Another London Records insert today (actually, just the flip side to 11/28 insert to be exact). Featured here are a few early Stones offerings (Aftermath, Out of Our Heads, Flowers, and Got Live if You Want It!), Mr. Cat Stevens, The Moody Blues, and of course, John Mayall. Power Blues looks good, based solely on the cover (never heard of it / them / ‘er), and I’m kind of interested in what Savoy Brown sounds like. Caravan, meh. Anyway, enjoy this colorful snapshot of late 60s psychedelic pop rock, won’t ya?!
London Records, am I right?! Founded in 1947, London Records was an avenue for British Decca records distribution in North America. Decca’s ownership had been split between the UK and the US, and since “Decca” was only exclusive to the original UK market, London Records was born. Ahhhhhhh! Same releases from over the pond (for the most part), but under a different name. Today, Universal Music Group (Boo!) owns British Decca, and subsequently London Records after they purchased Polygram in 1998. Polygram had purchased them in 1979 (RIP Polygram ownership 1979 – 1998), and the rest is money-hungry, hand-changing history. Confused? You won’t be after the next episode of The Prudent Groove.
The Rolling Stones’ 1966 album, Aftermath (the band’s fourth studio effort in the UK, and their sixth in the US… figure that one out) is the first Stones album to 1) be recorded entirely in the United States, 2) consists of all Jagger-Richards compositions, and 3) was the band’s first “true stereo” release (thank you Wikipedia.org). Though the covers differ depending on your side of the pond, the flip side features (generally) the same layout. None of this matters, of course, because Aftermath features the following, early Stones classics: Under My Thumb, I am Waiting, Lady Jane, and a personal favorite, Paint it Black. (The UK version also includes Mothers Little Helper… the bastards...). If you don’t already own this essential piece of rock history, put it at the top of your list.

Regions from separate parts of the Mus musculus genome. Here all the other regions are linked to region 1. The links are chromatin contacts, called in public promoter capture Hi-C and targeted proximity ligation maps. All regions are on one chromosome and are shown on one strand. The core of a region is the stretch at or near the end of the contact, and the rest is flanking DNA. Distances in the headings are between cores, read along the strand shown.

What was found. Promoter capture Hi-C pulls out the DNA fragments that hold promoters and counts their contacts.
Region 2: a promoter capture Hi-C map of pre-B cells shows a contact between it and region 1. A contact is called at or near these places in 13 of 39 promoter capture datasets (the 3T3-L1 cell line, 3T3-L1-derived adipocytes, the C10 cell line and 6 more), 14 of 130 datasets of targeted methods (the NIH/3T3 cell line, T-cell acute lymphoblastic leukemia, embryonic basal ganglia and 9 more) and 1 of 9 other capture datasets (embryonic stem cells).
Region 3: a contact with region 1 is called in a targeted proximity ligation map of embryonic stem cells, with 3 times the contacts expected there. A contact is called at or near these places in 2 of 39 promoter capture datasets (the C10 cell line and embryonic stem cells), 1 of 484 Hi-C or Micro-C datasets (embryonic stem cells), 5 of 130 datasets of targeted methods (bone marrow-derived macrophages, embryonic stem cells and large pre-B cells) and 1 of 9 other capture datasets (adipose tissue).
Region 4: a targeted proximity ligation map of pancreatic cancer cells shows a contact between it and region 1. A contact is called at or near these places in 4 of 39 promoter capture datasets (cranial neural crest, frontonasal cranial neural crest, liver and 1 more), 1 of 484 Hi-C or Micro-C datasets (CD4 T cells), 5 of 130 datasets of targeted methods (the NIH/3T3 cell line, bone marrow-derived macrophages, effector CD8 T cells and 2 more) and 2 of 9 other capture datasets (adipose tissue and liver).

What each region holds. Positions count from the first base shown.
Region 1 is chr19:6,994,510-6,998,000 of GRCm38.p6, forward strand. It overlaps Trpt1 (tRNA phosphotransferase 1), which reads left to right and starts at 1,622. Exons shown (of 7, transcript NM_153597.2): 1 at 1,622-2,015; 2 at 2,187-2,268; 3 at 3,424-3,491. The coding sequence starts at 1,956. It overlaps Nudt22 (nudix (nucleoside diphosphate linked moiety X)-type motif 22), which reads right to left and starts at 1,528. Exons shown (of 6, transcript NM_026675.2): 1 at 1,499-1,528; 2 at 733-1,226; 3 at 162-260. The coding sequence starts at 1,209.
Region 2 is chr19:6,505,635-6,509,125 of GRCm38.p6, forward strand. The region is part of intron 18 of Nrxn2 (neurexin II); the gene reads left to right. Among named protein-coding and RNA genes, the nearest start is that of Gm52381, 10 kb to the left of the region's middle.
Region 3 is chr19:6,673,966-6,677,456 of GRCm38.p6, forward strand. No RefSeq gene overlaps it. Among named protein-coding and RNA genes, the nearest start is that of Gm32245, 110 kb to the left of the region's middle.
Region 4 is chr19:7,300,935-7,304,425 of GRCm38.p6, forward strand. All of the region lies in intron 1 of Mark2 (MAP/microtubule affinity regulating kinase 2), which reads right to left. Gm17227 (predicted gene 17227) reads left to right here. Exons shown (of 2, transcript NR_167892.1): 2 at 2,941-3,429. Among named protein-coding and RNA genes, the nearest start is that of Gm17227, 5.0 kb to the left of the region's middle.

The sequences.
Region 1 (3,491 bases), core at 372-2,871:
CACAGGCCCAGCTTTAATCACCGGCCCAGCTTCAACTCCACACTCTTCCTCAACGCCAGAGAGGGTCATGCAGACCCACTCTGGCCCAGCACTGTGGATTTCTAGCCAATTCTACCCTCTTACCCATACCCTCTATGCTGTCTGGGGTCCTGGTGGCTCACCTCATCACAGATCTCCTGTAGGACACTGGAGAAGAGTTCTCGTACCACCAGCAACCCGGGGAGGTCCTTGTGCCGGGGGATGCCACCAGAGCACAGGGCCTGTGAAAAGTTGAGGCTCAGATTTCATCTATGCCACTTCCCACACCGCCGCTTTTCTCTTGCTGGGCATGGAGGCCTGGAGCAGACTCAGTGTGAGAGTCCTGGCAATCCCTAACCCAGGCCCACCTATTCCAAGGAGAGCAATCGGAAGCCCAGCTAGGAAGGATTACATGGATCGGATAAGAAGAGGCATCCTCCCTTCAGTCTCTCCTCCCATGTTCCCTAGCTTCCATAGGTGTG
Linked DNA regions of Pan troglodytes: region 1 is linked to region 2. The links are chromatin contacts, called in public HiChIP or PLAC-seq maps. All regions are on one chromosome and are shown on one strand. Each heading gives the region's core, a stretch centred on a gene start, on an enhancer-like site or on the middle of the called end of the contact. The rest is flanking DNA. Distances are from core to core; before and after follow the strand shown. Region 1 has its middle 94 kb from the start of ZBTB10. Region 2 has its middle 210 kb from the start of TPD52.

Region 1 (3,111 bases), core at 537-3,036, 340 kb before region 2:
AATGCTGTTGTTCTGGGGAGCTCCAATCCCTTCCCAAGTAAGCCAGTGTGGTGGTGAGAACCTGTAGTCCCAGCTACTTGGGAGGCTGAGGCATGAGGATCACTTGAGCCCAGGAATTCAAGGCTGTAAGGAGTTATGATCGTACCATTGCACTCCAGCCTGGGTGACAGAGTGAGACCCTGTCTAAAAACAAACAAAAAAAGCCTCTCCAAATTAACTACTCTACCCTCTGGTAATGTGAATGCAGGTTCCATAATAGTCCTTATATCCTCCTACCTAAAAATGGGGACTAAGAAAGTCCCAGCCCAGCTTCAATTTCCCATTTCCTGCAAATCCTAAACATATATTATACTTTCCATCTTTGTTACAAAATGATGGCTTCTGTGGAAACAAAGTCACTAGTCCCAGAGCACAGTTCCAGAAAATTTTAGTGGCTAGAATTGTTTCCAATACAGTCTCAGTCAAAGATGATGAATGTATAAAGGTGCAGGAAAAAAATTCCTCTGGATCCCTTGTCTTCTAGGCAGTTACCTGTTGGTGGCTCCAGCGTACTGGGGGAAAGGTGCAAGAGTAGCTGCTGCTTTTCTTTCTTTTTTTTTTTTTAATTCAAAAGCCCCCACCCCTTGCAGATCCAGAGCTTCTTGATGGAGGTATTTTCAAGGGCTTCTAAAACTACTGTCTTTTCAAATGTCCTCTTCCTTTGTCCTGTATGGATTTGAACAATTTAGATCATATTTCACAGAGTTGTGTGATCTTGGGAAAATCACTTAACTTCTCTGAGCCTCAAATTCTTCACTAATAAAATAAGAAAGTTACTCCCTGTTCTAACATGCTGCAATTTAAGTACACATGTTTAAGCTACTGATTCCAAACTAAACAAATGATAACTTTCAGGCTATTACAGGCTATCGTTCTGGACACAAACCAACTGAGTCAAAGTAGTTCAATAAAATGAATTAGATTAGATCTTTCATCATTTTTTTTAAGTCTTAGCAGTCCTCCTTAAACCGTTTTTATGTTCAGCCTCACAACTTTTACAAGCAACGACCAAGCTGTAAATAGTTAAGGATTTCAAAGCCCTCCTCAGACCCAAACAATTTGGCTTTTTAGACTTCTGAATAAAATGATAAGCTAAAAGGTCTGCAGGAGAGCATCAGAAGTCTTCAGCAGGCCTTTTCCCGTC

The elegant mysticism that surrounds the ethereal journey that is Days of Future Passed is as inviting as it is comforting, and is, for this blue-skied Saturday afternoon, the perfect melodic mate. The Moody Blues and I are forever intertwined, as they were the first live band I’ve ever seen. I used to scoff at that fact, but now embrace it with humbled pride. Thanks, Big Guy for introducing us.
Happy Saturday, kids! Please drink / consume responsibly.
Not unlike the London / Parrot / Coliseum advertinsert from last April, this London / Parrot / Deram insert features, once again, Them, the Stones, and The Zombies under the “teen beat” umbrella, but this time around sporting a seasonably fashioned blue trim. My SO mentioned the other night how I hadn’t done an insert post in a while. Truth be told, I’m desperately running low on inserts, so… off to the local brick and mortar I go for another blaze orange hunt for early Kinks, late Hardin, and vibrant record inserts. Happy Friday, kids!
London Recordings, with all her lofty divisions, offered a red, white and blue window into the mid-60s English Assault, and was home to some pretty significant acts producing some pretty extraordinary cuts. Their mainstay, and supplier of the label’s flowing honey, were, as you’ve probably guessed, the Rolling Stones, but what I didn’t recognize until earlier today was how many other British Invasion favorites, or in this case Teen Beat favorites, also strolled under the London Recordings umbrella. Unit 4+2, the Moody Blues, the Zombies, and Them all saw early offerings on London, or one of her sisters, and in such a short amount of time, helped propel this label into the upper, heavily coveted realms of rock n’ roll history.
If you’re in the mood for sweet-low, (<— comma… please notice the comma…) quality instrumental guitar music with a hint of blues and a touch of country twang, look no further than Wisconsin native Les Paul.
The Now part is a bit arbitrary, but the Les Paul part is pure, unmistakable 6-string joy. Two things I learned from (very, very briefly) researching this album are 1) Les Paul came out of retirement to record this album for London Records and 2) by this time, Les and Mary Ford had officially split.
Released in 1968, Les Paul Now!, with its voluptuous purity, must have seemed somewhat out of step with the majority of pop music being produced in the closing years of the waning, hip-tastic 60s. Lucky for appreciators of prudent ear candy everywhere, virtue knows not how to tell time.